Strengthening Your Muscles -- A New Practice for Diabetes Prevention

weight training

Like any other mindful practice, diabetes prevention requires careful attention, until – over time – healthy choices become habitual.

Type 2 diabetes is largely preventable. Research indicates that as much as 90% of type 2 diabetes can be prevented when one does not smoke, consumes a healthy diet, and stays physically active. Yet cases of this serious disease continue to multiply. Over ten million people in America alone are suffering with type 2 diabetes.

Given our current toxic food environment, sedentary lifestyles, and stressful and fast paced lives, many feel too helpless and overwhelmed to step off the unhealthy path they are on.  Over time, keeping the status quo will likely increase our chances of getting diabetes later on in life.  Being overweight alone increases the risk of getting diabetes. 

It is well known that daily bouts of aerobic exercise, such as brisk walking or dancing, will not only help to maintain our caloric balance but also prevent diabetes. But new research indicates that there is another form of exercise that will help prevent diabetes: weight training.

Researchers at the Harvard School of Public Health found that “Men who do weight training regularly—for example, for 30 minutes per day, five days per week—may be able to reduce their risk of type 2 diabetes by up to 34%.”

Weight training is a healthy practice for all of us, regardless of our diabetes risk.  Weight training helps maintain our muscle  mass and bone health, makes us feel stronger, improves our balance and coordination and burns off calories. I practice moderate weight training four times a week and am happy to share this simple exercise with you. Give it a try and let me know what you think!

I routinely use 2 pounds dumbells. If you don’t have dumbells, you can use soup cans.

1. My first routine is to work my biceps. I exercise one arm at a time. Standing firmly on the ground with feet shoulder-width apart, I hold a dumbbell in my hand with my palm facing up and arms parallel to my body,  As I breathe in, I lift the dumbbell toward my body, hinging at the elbow, and hold it for a second. Then I slowly lower my arms to the horizontal position as I breathe out.  I usually do two sets of eight repetitions and then repeat with the other arm.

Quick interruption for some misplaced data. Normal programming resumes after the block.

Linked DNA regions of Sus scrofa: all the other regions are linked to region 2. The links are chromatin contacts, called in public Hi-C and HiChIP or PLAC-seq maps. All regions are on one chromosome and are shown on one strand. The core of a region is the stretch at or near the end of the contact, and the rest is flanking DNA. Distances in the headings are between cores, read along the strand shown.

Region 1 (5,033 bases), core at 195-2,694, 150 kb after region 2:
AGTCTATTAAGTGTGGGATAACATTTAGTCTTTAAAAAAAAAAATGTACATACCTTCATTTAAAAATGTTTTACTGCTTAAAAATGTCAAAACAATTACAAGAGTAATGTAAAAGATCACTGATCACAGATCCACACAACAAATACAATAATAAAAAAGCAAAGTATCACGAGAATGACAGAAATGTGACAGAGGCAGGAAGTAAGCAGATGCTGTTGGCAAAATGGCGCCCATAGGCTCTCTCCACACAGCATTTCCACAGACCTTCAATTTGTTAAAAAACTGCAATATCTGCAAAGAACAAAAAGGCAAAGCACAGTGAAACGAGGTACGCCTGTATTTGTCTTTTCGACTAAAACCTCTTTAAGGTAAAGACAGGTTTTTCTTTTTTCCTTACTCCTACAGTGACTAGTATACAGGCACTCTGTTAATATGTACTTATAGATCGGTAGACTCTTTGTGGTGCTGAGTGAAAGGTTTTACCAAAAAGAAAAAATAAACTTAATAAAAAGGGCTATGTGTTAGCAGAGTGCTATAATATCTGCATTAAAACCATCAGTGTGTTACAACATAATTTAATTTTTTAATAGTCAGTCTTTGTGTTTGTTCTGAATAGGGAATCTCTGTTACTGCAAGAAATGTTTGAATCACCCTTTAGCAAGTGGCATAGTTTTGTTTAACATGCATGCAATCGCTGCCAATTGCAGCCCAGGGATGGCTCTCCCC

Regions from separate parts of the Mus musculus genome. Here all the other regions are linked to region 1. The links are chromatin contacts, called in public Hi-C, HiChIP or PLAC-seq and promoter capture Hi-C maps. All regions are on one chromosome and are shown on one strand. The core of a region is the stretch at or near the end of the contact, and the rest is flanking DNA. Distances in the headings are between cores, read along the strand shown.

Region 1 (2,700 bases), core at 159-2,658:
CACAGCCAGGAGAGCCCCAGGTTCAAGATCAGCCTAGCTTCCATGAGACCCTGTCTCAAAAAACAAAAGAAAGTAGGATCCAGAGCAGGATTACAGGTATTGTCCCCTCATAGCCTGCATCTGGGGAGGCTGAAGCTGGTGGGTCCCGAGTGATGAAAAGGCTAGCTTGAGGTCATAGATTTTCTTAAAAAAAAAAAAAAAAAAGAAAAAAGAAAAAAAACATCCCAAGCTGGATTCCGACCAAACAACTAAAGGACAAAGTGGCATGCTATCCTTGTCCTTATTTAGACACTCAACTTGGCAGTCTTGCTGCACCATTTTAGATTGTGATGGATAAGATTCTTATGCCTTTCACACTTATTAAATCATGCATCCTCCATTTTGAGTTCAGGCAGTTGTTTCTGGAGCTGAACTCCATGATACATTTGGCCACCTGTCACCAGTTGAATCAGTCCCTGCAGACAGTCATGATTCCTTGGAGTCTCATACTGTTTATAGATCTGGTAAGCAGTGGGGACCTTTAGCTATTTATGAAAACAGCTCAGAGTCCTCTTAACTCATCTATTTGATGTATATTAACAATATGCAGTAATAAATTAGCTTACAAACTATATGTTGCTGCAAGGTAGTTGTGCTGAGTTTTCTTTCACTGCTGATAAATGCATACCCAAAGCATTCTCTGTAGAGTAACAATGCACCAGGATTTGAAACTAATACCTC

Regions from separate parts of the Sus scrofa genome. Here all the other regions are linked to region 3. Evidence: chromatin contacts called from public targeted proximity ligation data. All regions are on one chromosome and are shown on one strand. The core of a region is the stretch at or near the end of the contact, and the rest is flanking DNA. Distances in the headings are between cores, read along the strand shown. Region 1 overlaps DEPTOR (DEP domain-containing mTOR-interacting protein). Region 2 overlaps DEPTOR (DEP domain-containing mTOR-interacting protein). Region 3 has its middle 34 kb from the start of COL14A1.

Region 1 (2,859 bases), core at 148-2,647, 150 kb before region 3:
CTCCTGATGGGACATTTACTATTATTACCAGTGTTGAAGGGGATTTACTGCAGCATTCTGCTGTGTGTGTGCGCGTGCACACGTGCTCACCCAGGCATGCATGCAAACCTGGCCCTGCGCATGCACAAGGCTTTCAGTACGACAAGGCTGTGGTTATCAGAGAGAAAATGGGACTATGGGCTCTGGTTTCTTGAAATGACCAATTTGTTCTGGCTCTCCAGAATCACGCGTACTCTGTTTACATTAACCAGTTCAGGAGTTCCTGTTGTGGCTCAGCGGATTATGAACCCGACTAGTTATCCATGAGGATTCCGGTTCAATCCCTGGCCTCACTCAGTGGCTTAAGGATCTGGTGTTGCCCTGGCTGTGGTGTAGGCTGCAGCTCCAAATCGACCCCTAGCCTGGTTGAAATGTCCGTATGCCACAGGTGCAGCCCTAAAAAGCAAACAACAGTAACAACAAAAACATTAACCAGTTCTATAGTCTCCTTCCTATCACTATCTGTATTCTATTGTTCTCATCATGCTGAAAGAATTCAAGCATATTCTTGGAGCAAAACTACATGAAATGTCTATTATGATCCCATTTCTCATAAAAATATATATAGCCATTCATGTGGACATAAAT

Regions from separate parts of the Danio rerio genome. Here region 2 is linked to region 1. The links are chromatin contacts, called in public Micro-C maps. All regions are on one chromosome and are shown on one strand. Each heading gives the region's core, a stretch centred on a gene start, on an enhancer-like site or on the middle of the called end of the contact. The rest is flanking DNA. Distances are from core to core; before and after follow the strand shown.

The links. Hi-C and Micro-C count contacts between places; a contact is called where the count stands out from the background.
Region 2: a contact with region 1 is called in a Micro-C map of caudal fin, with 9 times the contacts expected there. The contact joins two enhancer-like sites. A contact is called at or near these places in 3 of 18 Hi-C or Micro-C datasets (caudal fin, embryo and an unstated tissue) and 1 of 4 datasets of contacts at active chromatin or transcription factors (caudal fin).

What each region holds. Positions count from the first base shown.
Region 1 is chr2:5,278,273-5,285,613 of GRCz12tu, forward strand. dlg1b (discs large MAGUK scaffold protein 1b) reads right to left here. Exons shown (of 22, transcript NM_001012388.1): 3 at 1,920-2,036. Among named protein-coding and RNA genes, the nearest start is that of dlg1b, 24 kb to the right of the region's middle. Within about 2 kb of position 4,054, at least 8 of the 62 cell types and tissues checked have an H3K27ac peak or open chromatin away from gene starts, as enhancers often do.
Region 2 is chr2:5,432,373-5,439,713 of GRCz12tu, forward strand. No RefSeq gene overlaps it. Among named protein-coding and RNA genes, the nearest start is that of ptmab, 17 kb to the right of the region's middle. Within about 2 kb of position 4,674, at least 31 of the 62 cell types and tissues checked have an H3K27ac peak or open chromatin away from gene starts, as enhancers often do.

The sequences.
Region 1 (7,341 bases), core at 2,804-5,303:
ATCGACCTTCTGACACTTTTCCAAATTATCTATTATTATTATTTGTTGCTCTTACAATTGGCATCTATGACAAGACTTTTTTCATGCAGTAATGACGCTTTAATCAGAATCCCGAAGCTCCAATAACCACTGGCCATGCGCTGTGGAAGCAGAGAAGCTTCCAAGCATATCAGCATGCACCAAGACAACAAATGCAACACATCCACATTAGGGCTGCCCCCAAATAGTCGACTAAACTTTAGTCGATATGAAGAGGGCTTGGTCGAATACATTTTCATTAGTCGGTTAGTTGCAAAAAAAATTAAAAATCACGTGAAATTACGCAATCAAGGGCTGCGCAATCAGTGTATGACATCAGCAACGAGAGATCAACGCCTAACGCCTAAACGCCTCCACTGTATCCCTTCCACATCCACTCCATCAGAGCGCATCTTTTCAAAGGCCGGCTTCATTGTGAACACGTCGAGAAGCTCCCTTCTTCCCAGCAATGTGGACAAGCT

2. Next, I work my outer arm tricep muscles.  I do one arm at a time as well with this exercise.  Standing firmly on the ground with feet shoulder-width apart, I hold a dumbbell in my hand with my elbows hinged so my arms are making a ninety degree angle.  As I breathe in, I extend my arm back to straighten the elbow.  Breathing out, I slowly  bend my elbow..  For this routine, I also do 2 sets with eight repetitions.

3. Another great strength building exercise is to use these two pound dumbells when doing lunges.  It is a terrific exercise for building strength in my quadriceps in the front of my thighs and hamstrings.  It's also great for my balance and helps me feel more solid and sturdy. I stand straight and hold the weights by my side, keeping my arms straight.  As I inhale, I take a big step forward with the right leg and bend both knees, careful that I can still see my right toes under my right knee - so it's not overextending.  As I exhale, I bend my left knee to the floor. When I come out of the lunge, I bring the back leg forward to a standing position.  I repeat this routine with the left leg and do 8 –10 repetitions.

To get a better sense of a basic lunge without weights, watch this video from The Mayo Clinic. To learn more about diabetes prevention, visit the Nutrition Source.

If you have never done any weight training exercise, consult an exercise physiologist or trainer before beginning to avoid injury.

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